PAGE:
On Christmas Eve our church’s sanctuary was filled with lush, gorgeous music, bright red and white poinsettias, folks in their Christmas finery, smiles, beauty, candlelight… a wonderful welcome to the newborn King. I spent two nights with my ‘Holiday Family’, loving friends who truly treat me like I’m one of their own. It was a beautiful time filled with joy and love - not to mention lots (and lots!) of delicious food, great chats, and fun watching sweet little ones opening gifts!
This morning I went home and got on the computer before heading to church. I read one friend’s anguished email about her mom who had suffered a stroke, and saw another’s Facebook status of a really rough night with her special needs son. Another friend called to give me a concerning update on her very sick husband. Then I glanced through news stories - severe weather, bombings, religious violence and death.
I headed to church where I helped our Facilities Manager clean up the remnants of the Christmas Eve service. As the vacuum sucked up flecks of wax, bits of lint, and clumps of dirt, the thought that invaded my mind was, ‘Christmas is well and truly over’.
It seems inevitable that after all the expectation and anticipation, there is a huge letdown. All the joy and good times of Christmas Day evaporate as the realities of life invade again. And, unfortunately, it's not just Christmas. It sometimes feels like after any really great day comes The Day After.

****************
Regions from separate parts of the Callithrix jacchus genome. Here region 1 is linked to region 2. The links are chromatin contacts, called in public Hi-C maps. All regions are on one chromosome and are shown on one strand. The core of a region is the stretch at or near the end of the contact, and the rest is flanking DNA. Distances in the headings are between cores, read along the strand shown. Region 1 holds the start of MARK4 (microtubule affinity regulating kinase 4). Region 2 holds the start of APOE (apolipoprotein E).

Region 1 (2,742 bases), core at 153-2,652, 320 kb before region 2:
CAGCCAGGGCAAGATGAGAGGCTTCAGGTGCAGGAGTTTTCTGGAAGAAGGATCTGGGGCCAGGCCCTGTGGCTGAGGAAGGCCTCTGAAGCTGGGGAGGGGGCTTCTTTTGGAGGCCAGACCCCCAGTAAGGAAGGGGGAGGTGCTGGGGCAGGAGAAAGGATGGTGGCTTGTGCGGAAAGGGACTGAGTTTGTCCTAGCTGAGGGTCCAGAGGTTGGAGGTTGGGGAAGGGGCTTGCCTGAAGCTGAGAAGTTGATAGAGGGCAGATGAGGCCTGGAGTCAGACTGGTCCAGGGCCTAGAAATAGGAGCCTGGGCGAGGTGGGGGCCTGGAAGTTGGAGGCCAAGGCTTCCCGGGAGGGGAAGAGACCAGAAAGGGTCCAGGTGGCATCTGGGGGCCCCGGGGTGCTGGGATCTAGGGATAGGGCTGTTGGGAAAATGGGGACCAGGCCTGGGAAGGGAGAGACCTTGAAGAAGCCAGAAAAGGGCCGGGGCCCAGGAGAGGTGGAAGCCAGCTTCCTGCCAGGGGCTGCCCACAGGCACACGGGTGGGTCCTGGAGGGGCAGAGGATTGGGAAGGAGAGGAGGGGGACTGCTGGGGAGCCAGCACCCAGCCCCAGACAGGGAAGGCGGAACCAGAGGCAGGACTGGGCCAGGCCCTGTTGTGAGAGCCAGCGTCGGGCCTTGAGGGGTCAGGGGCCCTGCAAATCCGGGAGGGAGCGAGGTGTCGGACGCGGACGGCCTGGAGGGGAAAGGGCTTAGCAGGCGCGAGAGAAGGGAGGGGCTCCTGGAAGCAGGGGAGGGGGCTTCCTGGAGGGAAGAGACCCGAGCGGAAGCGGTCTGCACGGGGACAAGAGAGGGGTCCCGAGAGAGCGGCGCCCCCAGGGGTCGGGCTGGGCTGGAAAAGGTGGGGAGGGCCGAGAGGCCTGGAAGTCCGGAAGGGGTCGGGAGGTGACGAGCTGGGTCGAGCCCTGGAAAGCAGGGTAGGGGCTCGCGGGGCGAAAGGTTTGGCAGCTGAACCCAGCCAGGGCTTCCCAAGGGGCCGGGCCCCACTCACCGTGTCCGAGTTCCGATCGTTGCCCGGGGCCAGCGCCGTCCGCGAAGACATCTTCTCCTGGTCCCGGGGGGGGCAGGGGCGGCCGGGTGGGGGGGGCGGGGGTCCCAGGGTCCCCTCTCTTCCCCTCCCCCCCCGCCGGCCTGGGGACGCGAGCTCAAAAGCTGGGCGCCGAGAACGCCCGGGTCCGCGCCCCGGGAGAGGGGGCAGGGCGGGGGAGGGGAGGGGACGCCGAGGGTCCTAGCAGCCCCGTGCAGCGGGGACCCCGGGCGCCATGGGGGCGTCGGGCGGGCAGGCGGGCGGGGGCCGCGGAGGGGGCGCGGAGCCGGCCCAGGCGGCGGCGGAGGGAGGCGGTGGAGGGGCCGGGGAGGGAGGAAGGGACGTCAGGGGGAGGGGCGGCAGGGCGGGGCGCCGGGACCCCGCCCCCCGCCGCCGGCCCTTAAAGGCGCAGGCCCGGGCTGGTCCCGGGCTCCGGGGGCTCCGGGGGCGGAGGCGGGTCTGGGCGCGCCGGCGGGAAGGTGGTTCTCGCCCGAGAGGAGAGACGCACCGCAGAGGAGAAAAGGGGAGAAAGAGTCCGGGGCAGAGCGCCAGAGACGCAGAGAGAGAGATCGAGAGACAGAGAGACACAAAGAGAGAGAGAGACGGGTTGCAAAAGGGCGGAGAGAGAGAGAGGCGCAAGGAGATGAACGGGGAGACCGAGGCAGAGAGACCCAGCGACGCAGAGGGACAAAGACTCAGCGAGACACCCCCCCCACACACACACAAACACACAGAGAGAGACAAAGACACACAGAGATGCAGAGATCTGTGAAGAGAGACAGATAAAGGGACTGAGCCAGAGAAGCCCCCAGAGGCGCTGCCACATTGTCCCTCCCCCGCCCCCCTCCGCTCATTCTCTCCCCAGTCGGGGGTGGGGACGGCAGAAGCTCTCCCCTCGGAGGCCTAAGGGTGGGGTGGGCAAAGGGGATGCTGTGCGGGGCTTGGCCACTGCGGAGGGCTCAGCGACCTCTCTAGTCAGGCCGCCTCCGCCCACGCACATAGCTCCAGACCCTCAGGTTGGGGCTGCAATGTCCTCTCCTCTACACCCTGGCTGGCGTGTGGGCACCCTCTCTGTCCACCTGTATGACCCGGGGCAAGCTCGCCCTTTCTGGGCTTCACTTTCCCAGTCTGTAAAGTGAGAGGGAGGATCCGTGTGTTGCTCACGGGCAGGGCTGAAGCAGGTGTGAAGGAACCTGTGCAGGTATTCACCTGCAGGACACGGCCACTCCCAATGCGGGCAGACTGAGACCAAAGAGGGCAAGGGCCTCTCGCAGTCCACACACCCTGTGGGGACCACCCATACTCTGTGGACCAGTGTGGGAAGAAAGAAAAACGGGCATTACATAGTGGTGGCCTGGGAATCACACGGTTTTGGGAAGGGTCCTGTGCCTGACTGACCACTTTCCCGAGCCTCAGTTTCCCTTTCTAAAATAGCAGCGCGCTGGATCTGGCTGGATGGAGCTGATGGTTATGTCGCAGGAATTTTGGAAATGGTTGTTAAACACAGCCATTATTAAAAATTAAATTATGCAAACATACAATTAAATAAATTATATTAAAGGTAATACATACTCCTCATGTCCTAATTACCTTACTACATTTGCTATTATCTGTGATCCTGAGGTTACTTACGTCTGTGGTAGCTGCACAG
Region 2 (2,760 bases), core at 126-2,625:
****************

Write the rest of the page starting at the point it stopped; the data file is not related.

Jesus’ birth was heralded by the glorious chorus of angels singing “Glory to God in the highest”. He was worshiped by shepherds and honored by Magi bringing kingly gifts. But, as we know, Jesus’ birth was not all joy.
Although He was ‘very God of very God’, His family had to flee, becoming refugees in Egypt to escape the vindictive wrath of Herod. Herod, whose obsession with staying in power caused the murder of all of Bethlehem’s baby boys. It’s not nice to talk about, is it? It’s upsetting and awful. As awful as the killings in Nigeria I read about this morning, the bombing in Pakistan, friends facing the illness and possible death of beloved family.
While we live in this broken world, Christmas Day is always going to be followed by The Day After. It may sound odd, and even morbid, but I find a type of comfort in acknowledging this. Huh?! You see, Jesus endured pain and hardship beyond anything we can comprehend – on the cross, yes, but it began long before that. And so, through His life, as well as His death, He is able to understand our suffering. And not just understand it, He is able to meet us and dwell with us in the midst of it.
During my quiet time this morning I read these words of promise, “The Lord Himself goes before you and will be with you; He will never leave you nor forsake you. Do not be afraid; do not be discouraged.” (Deut. 31:8) Jesus did not come just for Christmas Day, but for all The Days After, too. He goes ahead of us, and will never, ever leave us. That gives me the strength and courage to keep going, no matter what may come next.
I pray that if you are experiencing one of those Days After, you will sense the presence of the One whose birth we celebrated yesterday. He is right there with you today, and truly will never leave you nor forsake you!